“Just because you’re gay doesn’t mean you can’t be the athlete you want to be. Doesn’t mean you can’t be a star. Doesn’t mean you can’t go out there and go just as hard as anybody else, if not harder,” Grayson said in an interview with WTVR in Richmond, Va.

Though an injury kept him from being drafted in 2011,  Grayson was a decorated high school player, and as a wide receiver for the University of Richmond helped his team win the national title in 2008 and is second on the list of all-time receivers in receptions, yards and touchdowns. Grayson said he was reluctant to come out before because he didn't want his sexuality to be a source of distraction for his teammates, but has since changed his opinion.

“Why can’t I be an athlete? Why can’t I be a star player?” asks Grayson. “Why can’t I be the guy making plays that helps my team win, and still on the flip side, be a gay male?”

Watch the interview below.


Monday, May 6, 2013

Mad Men Season 6 Ep. 6 Recap: 'For Immediate Release'

Photo Credit: Michael Yarish/AMC

As always, spoilers lie ahead...

While I've definitely enjoyed this season of Mad Men so far, it has been long on lull and slow on big events. Of course, many, including myself, would argue this is the way the show and its seasons are often structured--a few slow burners in the beginning to set up characters and plots that will detonate later on. And boy, did things get set off in "For Immediate Release," which definitely takes the crown (so far) for season six's most fist-pumping worthy episode.

First off, it's Mother's Day, and like most holidays depicted on Mad Men, it isn't given the most referential treatment. After a meeting with a banker discussing SCDP going public, Joan reminds Pete of the special day, which to him probably translates as "I guess I'll send the old broad an extra blanket at the home." Roger, who was so philosophical about his mother's death in "The Doorway," uses it as a coy way to get a stewardess named Daisy back into bed. Marie doesn't want to be reminded she's a grandmother, let alone a mother, if her thoughtless comment to Dr. Rosen to take the flowers Megan got her as a gift for his son to give Sylvia is any indication. Peggy's mother Katherine doesn't even get to show her face, but does send curtains along with plans to visit her and Abe in their West 80's love nest.

But back to Pete and Joan's (and Bert Cooper's) meeting with the banker and the plan to take SCDP public. According to Pete's calculations, the move could make both of them millionaires. Pete also takes the time to point out the banker also had eyes for Joan. "Everyone wants you don't they," he says, causing Joan to say "Pete no," like she was disciplining an unruly dog. Or keeping the devil in check, if you count that skin-crawling chuckle. Though I will say Joan and Pete seem to be getting along pretty well at the moment. But I digress. Having crossed the first hurdle of setting the move in order, Joan bringsup the second obstacle: Don. "I don't think he cares about money," she says in a prescient moment, but Pete reassures her going public would expand the company resources to allow Don to go after big clients. Christina Hendricks plays Joan with such wistful excitement here, it makes it all the more devastating when Don stomps all over their plans. More in that in minute.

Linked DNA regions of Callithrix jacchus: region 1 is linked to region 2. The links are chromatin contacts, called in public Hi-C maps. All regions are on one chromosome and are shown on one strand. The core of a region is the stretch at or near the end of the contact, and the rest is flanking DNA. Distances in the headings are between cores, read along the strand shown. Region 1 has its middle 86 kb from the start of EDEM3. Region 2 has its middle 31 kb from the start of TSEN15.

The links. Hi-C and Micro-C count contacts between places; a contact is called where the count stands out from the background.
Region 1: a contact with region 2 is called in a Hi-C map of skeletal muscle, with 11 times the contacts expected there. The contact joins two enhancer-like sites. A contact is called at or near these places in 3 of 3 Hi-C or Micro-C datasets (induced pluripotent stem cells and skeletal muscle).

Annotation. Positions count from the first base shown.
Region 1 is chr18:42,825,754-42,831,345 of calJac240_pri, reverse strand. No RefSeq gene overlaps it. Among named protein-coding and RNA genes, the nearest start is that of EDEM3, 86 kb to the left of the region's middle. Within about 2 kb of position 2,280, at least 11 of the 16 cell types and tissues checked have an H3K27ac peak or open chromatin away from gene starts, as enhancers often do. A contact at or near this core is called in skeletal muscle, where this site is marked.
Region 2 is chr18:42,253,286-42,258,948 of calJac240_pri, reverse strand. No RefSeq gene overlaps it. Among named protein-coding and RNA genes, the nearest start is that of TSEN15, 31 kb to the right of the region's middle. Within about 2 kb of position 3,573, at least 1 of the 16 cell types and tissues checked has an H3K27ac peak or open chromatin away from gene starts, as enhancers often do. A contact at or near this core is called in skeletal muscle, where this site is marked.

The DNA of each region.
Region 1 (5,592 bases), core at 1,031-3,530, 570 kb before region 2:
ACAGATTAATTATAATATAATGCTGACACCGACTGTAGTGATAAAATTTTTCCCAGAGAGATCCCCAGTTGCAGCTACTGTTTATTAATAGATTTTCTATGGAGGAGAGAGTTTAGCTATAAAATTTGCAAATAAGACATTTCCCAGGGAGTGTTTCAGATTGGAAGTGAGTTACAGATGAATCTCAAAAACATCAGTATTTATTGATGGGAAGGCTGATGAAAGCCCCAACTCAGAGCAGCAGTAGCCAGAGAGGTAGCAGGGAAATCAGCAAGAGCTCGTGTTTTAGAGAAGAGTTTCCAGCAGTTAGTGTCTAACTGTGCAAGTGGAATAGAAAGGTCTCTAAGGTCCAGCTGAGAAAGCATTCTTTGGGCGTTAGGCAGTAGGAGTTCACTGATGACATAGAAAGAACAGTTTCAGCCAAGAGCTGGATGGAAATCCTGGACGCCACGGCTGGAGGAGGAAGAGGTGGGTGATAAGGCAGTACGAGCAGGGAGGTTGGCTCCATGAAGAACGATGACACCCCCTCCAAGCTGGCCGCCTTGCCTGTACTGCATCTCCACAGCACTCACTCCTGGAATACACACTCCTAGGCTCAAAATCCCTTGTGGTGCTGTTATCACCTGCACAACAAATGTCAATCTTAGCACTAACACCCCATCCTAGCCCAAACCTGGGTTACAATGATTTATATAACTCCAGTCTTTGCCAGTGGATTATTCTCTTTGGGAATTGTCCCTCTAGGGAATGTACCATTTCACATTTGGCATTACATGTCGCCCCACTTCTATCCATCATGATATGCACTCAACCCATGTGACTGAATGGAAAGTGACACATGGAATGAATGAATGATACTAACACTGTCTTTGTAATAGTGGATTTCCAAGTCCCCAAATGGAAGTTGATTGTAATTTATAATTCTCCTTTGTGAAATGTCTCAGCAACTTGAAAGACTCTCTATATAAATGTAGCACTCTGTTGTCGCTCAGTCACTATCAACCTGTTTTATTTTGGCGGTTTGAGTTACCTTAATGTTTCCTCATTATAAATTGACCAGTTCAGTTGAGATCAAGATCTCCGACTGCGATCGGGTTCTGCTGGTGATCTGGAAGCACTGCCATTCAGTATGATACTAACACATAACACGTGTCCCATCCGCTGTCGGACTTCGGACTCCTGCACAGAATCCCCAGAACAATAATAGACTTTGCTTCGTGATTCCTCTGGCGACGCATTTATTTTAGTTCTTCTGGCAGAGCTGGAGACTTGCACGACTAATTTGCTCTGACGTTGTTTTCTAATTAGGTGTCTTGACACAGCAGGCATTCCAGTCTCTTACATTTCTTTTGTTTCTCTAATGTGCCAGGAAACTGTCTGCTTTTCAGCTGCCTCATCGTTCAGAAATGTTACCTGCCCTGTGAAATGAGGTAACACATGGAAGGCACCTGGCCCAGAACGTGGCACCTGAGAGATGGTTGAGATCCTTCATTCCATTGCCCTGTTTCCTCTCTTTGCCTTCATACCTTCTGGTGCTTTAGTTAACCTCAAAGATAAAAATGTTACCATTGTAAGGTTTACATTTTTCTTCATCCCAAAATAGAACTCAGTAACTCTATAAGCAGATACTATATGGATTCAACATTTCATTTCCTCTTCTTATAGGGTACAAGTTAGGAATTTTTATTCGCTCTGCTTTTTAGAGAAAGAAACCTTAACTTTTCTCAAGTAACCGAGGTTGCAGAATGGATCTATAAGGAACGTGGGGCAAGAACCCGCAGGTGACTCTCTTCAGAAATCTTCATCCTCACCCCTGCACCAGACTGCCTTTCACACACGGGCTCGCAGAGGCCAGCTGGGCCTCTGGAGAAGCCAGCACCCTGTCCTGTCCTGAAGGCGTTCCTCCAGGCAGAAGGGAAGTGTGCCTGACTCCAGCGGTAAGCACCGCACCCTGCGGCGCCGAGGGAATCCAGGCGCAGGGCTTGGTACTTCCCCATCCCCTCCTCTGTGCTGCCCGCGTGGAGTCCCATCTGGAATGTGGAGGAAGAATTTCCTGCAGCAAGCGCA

Pete and Joan aren't the only ones making moves. It turns out Roger's fling Daisy isn't just a partner in the bedroom but a co-conspirator in the airport lounge, calling to fill him in about businessmen in said lounge so he can swoop in and scoop up new clients. Roger's also trying to smooth things over between Herb from Jaguar and Don, who lest we forget metaphorically flipped him the bird in a meeting a few weeks back when he wanted to change SCDP's campaign strategy. Don, who thought he just squirmed out of a meeting with Herb, and by extension Pete, reluctantly agrees, and inadvertently invites Marie along when he mentions Megan and her had plans.

Speaking of Megan and Marie, the former did a surprisingly good job of letting the gesture with the flowers roll off her back. Probably because she proved Marie wrong by becoming a successful actress, complete with making her mother hold her bags while signing autographs for teen girls in the elevator. But it's also because things are still rocky between her and Don, a fact Marie picks up on by noticing she and Megan have not had a fight during her visit. I'm not sure that's the best litmus test for your relationship with your daughter, but she's right regardless. Megan thinks their distance is due to Don not caring about her or her career, but Marie spells out to her what we've been seeing from him all season.


"Darling you have confounded everyone's expectations...he may think you belong more to other people than to him," she says. Megan agrees and then Marie tells her in no uncertain terms to put on an outfit that will make Don wanna flip it, smack it and rub it down.  Maybe it's not the best advice in the long run *cough* Don grew up in a whore house and thinks all women all whores *cough* but it did seem to fix things in the short term. Megan even treats her husband to a little skull duggery. I'll leave to you to make a mother/daughter joke about that. But suffice it say, ambition makes Mrs. Draper so horny.